While the Minnesota Timberwolves pursuit of restricted free agent Nicolas Batum is encouraging to a fanbase desperate to win, acquiring the Portland swingman will not be enough to put the Wolves among the NBA’s elite.
Batum brings a solid skill set to the roster, but even that will not be enough to propel the Wolves into the NBA’s upper echelon.
Here’s why the Wolves won’t get past the first round of the playoffs next season, if they make it to the postseason at all.
Without Ricky Rubio the Wolves were among the cellar dwellers in terms of playmaking.
By the end of the season they ranked 24th overall, with just 19.5 assists per game as a team. Rubio’s 8.2 APG will be crucial for the Wolves in the future, but a prolonged recovery from a torn ACL could be devastating for the team early next season.
Brandon Roy will bring some added offensive punch, but his durability is yet to be proven, given his chronic knee injuries.
Despite Batum’s capabilities, he really does not offer much in the realm of playmaking.
Last season he averaged a paltry 1.4 APG on an underachieving Blazers squad.
His ability to score on second shots is nothing to brag about either. At 6'8", Batum has averaged just over one offensive board per game, despite his long frame and incredible 7’1” wingspan.
If Batum plays for the Wolves, he would slide in nicely as the starting 3, but would by no means be the team's offensive savior next season.
Inhibiting Cap Flexibility
Batum’s numbers do not suggest that he is worthy of a $46.4 million deal.
Last year’s career-best numbers of 13.9 PPG and 4.6 RPG were underwhelming at best, especially considering the dearth of talent on the Blazers roster.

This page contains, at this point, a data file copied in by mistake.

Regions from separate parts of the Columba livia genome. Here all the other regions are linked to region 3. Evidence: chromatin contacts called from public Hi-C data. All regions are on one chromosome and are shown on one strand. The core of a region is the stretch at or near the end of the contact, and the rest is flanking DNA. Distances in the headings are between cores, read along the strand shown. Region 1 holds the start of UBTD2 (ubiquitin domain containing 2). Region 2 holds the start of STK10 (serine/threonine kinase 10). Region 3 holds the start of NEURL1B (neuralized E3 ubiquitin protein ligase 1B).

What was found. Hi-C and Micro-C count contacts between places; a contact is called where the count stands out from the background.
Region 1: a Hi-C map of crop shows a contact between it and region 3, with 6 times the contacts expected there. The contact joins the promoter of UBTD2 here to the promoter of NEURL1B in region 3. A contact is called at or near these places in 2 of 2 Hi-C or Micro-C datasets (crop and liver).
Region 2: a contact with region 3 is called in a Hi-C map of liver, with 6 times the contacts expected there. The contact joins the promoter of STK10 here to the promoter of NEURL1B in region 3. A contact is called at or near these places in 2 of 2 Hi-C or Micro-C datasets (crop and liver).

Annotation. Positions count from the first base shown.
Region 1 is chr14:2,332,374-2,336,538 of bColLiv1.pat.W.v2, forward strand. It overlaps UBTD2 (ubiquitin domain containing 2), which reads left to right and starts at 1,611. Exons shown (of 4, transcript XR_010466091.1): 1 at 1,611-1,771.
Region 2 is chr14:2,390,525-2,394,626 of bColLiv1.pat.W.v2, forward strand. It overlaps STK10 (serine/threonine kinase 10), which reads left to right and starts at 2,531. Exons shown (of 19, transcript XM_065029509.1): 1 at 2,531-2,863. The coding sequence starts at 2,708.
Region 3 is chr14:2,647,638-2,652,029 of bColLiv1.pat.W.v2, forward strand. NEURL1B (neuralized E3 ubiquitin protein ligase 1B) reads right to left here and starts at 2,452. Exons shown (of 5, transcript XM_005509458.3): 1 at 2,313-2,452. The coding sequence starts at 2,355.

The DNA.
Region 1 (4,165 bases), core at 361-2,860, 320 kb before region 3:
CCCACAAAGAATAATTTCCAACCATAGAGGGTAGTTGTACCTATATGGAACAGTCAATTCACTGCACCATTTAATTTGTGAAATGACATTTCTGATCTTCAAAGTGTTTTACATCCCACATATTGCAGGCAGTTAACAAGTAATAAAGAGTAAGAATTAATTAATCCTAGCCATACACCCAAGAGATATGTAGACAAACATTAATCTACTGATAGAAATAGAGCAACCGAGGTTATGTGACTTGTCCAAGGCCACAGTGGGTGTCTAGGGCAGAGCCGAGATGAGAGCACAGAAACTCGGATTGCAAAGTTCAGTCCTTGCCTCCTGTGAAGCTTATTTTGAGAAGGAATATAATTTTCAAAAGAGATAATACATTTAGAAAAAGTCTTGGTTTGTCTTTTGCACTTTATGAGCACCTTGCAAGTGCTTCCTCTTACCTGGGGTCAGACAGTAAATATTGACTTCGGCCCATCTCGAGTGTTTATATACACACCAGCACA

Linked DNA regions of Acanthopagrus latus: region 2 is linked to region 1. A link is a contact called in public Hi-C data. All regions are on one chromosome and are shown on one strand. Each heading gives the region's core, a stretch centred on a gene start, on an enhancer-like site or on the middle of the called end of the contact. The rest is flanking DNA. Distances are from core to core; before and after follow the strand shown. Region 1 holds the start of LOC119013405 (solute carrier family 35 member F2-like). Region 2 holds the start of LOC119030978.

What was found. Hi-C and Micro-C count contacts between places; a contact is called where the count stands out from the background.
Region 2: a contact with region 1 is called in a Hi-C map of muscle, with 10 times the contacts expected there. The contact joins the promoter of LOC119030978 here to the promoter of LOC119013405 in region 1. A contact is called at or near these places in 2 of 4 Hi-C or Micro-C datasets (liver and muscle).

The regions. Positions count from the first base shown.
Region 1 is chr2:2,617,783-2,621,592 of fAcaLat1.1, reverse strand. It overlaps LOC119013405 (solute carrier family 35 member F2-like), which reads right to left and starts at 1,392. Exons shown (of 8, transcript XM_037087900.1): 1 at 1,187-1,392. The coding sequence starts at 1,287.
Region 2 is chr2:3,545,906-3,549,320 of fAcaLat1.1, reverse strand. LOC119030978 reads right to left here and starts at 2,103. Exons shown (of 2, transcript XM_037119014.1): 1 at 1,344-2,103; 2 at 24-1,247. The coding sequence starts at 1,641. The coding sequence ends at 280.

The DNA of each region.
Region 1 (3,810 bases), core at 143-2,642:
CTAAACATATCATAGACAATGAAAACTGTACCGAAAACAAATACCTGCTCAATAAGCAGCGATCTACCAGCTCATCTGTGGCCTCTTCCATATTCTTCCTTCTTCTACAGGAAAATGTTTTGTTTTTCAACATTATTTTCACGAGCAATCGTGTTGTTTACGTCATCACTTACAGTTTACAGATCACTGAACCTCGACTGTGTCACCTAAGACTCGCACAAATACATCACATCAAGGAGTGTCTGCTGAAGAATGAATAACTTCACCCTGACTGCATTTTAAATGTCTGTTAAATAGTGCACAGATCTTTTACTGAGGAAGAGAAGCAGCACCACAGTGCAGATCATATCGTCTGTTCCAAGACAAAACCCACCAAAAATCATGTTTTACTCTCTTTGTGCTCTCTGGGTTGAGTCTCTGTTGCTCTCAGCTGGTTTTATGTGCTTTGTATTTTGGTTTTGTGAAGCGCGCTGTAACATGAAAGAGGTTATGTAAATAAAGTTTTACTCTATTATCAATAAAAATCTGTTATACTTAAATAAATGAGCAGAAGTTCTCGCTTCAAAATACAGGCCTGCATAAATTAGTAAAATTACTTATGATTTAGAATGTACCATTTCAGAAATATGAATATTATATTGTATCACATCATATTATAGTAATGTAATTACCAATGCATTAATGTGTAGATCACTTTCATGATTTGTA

His rather pedestrian 17.32 PER suggests that he’s more of a mid-level exception rather than a player worthy of a salary of $11.6 million annually.
How far could the Timberwolves go with Nicolas Batum?
Acquiring Batum would be a gamble for T-Wolves president David Kahn—despite the lanky wing’s favorable reputation in the league—and could seriously inhibit the T-Wolves ability to attract big name free agents in the future.
To be blunt, Nicolas Batum is not the type of player that is going to push Minnesota over the hump in the Western Conference.
Adding him gives them a legitimate chance of making the postseason, especially considering they were in the running for the No. 8 seed until Rubio went down.
Nevertheless, Minnesota is in a division loaded with talent.
If Minnesota does make the playoffs, it’s hard to imagine the T-Wolves getting out of the first round.
Batum is a nice addition, but if the Wolves want to make some noise out west, they will need a player of superior talent.